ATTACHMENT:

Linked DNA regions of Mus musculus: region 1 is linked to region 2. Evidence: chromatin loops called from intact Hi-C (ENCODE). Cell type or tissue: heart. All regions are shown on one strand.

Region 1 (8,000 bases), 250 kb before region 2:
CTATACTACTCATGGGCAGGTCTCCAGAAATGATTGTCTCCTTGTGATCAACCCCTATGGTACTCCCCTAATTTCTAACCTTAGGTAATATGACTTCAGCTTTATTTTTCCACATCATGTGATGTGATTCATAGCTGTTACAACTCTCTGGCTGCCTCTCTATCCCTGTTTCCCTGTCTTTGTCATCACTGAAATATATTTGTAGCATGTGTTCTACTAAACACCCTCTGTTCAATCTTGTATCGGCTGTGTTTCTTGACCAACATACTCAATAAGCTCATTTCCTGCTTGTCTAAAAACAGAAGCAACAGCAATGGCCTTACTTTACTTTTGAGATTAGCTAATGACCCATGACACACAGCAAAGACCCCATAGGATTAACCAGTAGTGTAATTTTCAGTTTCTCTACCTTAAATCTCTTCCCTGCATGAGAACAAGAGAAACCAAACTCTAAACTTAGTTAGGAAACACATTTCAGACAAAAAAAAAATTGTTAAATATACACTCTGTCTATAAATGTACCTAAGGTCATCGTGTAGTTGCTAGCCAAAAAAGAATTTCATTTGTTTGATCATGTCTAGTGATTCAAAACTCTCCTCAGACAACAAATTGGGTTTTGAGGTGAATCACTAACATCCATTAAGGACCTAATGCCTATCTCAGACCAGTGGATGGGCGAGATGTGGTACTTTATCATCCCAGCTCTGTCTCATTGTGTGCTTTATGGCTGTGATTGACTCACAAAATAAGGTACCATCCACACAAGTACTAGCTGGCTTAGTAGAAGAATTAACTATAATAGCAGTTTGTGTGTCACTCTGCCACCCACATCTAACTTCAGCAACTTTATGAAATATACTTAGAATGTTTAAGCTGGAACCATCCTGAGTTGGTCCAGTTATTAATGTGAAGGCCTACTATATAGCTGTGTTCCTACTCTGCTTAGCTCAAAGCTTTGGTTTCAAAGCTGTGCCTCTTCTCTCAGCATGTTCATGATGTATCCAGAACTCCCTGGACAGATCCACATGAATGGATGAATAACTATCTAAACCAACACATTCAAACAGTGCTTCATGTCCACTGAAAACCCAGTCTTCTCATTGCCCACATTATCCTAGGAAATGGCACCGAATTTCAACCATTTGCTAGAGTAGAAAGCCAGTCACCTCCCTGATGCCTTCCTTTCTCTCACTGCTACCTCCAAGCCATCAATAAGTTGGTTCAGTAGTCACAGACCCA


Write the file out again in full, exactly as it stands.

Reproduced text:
Linked DNA regions of Mus musculus: region 1 is linked to region 2. Evidence: chromatin loops called from intact Hi-C (ENCODE). Cell type or tissue: heart. All regions are shown on one strand.

Region 1 (8,000 bases), 250 kb before region 2:
CTATACTACTCATGGGCAGGTCTCCAGAAATGATTGTCTCCTTGTGATCAACCCCTATGGTACTCCCCTAATTTCTAACCTTAGGTAATATGACTTCAGCTTTATTTTTCCACATCATGTGATGTGATTCATAGCTGTTACAACTCTCTGGCTGCCTCTCTATCCCTGTTTCCCTGTCTTTGTCATCACTGAAATATATTTGTAGCATGTGTTCTACTAAACACCCTCTGTTCAATCTTGTATCGGCTGTGTTTCTTGACCAACATACTCAATAAGCTCATTTCCTGCTTGTCTAAAAACAGAAGCAACAGCAATGGCCTTACTTTACTTTTGAGATTAGCTAATGACCCATGACACACAGCAAAGACCCCATAGGATTAACCAGTAGTGTAATTTTCAGTTTCTCTACCTTAAATCTCTTCCCTGCATGAGAACAAGAGAAACCAAACTCTAAACTTAGTTAGGAAACACATTTCAGACAAAAAAAAAATTGTTAAATATACACTCTGTCTATAAATGTACCTAAGGTCATCGTGTAGTTGCTAGCCAAAAAAGAATTTCATTTGTTTGATCATGTCTAGTGATTCAAAACTCTCCTCAGACAACAAATTGGGTTTTGAGGTGAATCACTAACATCCATTAAGGACCTAATGCCTATCTCAGACCAGTGGATGGGCGAGATGTGGTACTTTATCATCCCAGCTCTGTCTCATTGTGTGCTTTATGGCTGTGATTGACTCACAAAATAAGGTACCATCCACACAAGTACTAGCTGGCTTAGTAGAAGAATTAACTATAATAGCAGTTTGTGTGTCACTCTGCCACCCACATCTAACTTCAGCAACTTTATGAAATATACTTAGAATGTTTAAGCTGGAACCATCCTGAGTTGGTCCAGTTATTAATGTGAAGGCCTACTATATAGCTGTGTTCCTACTCTGCTTAGCTCAAAGCTTTGGTTTCAAAGCTGTGCCTCTTCTCTCAGCATGTTCATGATGTATCCAGAACTCCCTGGACAGATCCACATGAATGGATGAATAACTATCTAAACCAACACATTCAAACAGTGCTTCATGTCCACTGAAAACCCAGTCTTCTCATTGCCCACATTATCCTAGGAAATGGCACCGAATTTCAACCATTTGCTAGAGTAGAAAGCCAGTCACCTCCCTGATGCCTTCCTTTCTCTCACTGCTACCTCCAAGCCATCAATAAGTTGGTTCAGTAGTCACAGACCCA